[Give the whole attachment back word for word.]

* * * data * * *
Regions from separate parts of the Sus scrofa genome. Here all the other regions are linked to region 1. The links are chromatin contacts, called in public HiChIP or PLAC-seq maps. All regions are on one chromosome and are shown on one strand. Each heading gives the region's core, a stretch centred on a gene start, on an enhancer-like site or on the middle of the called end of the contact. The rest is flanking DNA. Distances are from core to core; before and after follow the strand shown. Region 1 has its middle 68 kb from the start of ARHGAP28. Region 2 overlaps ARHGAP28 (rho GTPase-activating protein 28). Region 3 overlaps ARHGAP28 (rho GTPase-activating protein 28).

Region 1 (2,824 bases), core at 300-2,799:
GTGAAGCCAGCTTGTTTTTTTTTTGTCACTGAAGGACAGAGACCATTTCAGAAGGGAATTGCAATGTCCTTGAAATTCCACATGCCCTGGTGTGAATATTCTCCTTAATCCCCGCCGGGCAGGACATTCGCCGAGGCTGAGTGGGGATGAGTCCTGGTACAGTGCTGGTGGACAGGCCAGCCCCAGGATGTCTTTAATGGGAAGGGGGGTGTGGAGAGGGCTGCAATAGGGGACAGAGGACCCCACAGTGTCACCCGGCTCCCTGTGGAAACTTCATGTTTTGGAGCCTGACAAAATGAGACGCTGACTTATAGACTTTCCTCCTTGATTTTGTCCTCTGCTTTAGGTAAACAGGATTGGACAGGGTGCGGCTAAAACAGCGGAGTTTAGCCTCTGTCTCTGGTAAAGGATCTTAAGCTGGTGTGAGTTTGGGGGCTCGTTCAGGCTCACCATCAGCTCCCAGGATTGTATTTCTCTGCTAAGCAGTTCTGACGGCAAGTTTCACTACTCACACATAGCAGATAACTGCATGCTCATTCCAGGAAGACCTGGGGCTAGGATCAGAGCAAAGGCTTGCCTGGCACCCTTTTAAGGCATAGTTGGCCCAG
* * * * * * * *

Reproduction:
Regions from separate parts of the Sus scrofa genome. Here all the other regions are linked to region 1. The links are chromatin contacts, called in public HiChIP or PLAC-seq maps. All regions are on one chromosome and are shown on one strand. Each heading gives the region's core, a stretch centred on a gene start, on an enhancer-like site or on the middle of the called end of the contact. The rest is flanking DNA. Distances are from core to core; before and after follow the strand shown. Region 1 has its middle 68 kb from the start of ARHGAP28. Region 2 overlaps ARHGAP28 (rho GTPase-activating protein 28). Region 3 overlaps ARHGAP28 (rho GTPase-activating protein 28).

Region 1 (2,824 bases), core at 300-2,799:
GTGAAGCCAGCTTGTTTTTTTTTTGTCACTGAAGGACAGAGACCATTTCAGAAGGGAATTGCAATGTCCTTGAAATTCCACATGCCCTGGTGTGAATATTCTCCTTAATCCCCGCCGGGCAGGACATTCGCCGAGGCTGAGTGGGGATGAGTCCTGGTACAGTGCTGGTGGACAGGCCAGCCCCAGGATGTCTTTAATGGGAAGGGGGGTGTGGAGAGGGCTGCAATAGGGGACAGAGGACCCCACAGTGTCACCCGGCTCCCTGTGGAAACTTCATGTTTTGGAGCCTGACAAAATGAGACGCTGACTTATAGACTTTCCTCCTTGATTTTGTCCTCTGCTTTAGGTAAACAGGATTGGACAGGGTGCGGCTAAAACAGCGGAGTTTAGCCTCTGTCTCTGGTAAAGGATCTTAAGCTGGTGTGAGTTTGGGGGCTCGTTCAGGCTCACCATCAGCTCCCAGGATTGTATTTCTCTGCTAAGCAGTTCTGACGGCAAGTTTCACTACTCACACATAGCAGATAACTGCATGCTCATTCCAGGAAGACCTGGGGCTAGGATCAGAGCAAAGGCTTGCCTGGCACCCTTTTAAGGCATAGTTGGCCCAG